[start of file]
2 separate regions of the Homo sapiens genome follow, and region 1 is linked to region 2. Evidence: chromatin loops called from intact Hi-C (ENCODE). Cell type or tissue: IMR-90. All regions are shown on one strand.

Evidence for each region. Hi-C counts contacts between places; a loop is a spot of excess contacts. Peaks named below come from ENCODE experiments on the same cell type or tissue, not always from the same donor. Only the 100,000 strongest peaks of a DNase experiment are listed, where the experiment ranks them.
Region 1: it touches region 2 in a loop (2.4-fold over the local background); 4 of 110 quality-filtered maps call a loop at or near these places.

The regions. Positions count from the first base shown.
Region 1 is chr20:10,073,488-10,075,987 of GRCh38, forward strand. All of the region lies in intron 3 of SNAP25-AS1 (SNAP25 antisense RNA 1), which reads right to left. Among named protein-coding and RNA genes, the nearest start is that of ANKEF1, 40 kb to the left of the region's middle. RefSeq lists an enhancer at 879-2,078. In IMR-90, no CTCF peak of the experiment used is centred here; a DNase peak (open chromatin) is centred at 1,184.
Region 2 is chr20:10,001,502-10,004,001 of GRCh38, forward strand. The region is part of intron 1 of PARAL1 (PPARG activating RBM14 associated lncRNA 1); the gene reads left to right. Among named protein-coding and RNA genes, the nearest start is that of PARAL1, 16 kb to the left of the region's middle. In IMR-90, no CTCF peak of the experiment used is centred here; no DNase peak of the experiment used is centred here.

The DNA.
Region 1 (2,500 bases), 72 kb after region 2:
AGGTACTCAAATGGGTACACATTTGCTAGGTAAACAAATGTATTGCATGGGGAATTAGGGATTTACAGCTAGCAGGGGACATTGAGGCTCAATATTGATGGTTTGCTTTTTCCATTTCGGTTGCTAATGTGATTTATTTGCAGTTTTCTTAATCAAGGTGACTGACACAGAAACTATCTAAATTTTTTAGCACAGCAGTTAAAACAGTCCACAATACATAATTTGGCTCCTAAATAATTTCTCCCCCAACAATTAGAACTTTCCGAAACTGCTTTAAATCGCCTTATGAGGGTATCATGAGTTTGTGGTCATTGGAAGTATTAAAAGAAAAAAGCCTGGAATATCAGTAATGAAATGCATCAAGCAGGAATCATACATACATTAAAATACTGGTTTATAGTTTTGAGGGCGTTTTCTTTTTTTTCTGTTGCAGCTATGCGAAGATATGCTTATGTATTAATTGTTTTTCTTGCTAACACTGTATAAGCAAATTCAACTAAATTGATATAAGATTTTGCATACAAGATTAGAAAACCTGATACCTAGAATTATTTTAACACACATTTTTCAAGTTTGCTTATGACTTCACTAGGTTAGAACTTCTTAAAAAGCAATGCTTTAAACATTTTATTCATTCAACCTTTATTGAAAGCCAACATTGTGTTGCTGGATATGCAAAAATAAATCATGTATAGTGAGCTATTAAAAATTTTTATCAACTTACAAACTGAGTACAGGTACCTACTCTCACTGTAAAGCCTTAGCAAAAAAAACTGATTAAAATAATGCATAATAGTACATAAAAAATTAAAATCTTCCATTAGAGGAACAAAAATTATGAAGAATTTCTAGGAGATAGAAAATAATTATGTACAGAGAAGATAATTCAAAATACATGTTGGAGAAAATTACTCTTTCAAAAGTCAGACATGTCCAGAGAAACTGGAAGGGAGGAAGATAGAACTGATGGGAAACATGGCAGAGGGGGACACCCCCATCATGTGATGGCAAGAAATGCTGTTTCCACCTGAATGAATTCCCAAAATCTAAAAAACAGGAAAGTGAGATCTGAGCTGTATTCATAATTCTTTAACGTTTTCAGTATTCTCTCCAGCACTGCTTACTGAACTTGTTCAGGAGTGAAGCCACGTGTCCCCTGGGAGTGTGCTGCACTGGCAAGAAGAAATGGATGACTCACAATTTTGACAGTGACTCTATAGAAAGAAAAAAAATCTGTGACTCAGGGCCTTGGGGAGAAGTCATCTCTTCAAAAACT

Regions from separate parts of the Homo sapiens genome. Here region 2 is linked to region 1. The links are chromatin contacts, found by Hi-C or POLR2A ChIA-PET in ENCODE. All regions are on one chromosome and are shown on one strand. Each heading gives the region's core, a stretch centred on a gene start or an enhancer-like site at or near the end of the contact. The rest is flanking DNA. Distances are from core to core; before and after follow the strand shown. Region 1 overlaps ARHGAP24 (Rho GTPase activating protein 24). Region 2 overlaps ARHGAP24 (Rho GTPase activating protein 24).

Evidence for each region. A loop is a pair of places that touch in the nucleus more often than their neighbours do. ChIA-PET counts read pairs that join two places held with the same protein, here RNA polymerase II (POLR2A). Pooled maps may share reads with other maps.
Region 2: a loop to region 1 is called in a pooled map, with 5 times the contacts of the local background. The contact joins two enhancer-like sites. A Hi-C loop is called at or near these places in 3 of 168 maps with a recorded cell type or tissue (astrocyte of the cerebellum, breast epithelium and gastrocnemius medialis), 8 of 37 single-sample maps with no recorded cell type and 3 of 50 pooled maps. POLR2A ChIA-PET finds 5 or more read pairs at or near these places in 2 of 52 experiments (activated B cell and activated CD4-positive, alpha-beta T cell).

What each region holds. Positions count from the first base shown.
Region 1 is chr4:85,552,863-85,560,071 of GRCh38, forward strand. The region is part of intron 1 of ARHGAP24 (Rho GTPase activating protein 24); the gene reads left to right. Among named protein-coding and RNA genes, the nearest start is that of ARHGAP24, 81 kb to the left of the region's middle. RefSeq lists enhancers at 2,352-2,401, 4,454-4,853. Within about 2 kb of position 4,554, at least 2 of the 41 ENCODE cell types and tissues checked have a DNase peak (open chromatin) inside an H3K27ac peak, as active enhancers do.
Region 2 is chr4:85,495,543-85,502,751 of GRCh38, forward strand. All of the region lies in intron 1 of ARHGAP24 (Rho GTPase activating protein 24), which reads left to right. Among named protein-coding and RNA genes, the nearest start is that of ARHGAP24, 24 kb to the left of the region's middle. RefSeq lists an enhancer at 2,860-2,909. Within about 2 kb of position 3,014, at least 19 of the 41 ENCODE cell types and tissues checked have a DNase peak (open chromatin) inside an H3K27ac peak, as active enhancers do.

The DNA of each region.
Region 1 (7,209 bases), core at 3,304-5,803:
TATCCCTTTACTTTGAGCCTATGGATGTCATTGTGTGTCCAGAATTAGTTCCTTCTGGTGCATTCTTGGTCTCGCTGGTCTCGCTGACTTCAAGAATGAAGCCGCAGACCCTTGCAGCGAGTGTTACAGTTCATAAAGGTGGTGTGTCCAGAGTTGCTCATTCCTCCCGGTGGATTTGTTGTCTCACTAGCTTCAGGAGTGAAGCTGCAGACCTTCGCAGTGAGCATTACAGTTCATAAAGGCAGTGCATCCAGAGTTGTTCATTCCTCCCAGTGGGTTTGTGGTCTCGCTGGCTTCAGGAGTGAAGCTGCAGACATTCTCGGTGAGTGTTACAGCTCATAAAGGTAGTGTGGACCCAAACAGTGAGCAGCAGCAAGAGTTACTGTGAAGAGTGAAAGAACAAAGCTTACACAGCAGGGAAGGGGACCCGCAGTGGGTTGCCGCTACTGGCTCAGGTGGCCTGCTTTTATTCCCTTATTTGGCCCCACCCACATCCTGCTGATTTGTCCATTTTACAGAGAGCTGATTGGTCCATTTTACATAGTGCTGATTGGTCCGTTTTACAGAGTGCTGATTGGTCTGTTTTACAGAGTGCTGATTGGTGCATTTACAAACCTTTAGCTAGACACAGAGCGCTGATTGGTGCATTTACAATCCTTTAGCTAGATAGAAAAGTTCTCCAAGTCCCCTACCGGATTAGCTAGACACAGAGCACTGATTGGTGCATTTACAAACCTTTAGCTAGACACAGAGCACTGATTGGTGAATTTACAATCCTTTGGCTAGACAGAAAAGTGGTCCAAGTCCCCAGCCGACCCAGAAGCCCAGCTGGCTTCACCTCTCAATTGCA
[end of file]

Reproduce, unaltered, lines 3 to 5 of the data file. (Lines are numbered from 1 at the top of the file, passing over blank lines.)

Region 1: it touches region 2 in a loop (2.4-fold over the local background); 4 of 110 quality-filtered maps call a loop at or near these places.

The regions. Positions count from the first base shown.
Region 1 is chr20:10,073,488-10,075,987 of GRCh38, forward strand. All of the region lies in intron 3 of SNAP25-AS1 (SNAP25 antisense RNA 1), which reads right to left. Among named protein-coding and RNA genes, the nearest start is that of ANKEF1, 40 kb to the left of the region's middle. RefSeq lists an enhancer at 879-2,078. In IMR-90, no CTCF peak of the experiment used is centred here; a DNase peak (open chromatin) is centred at 1,184.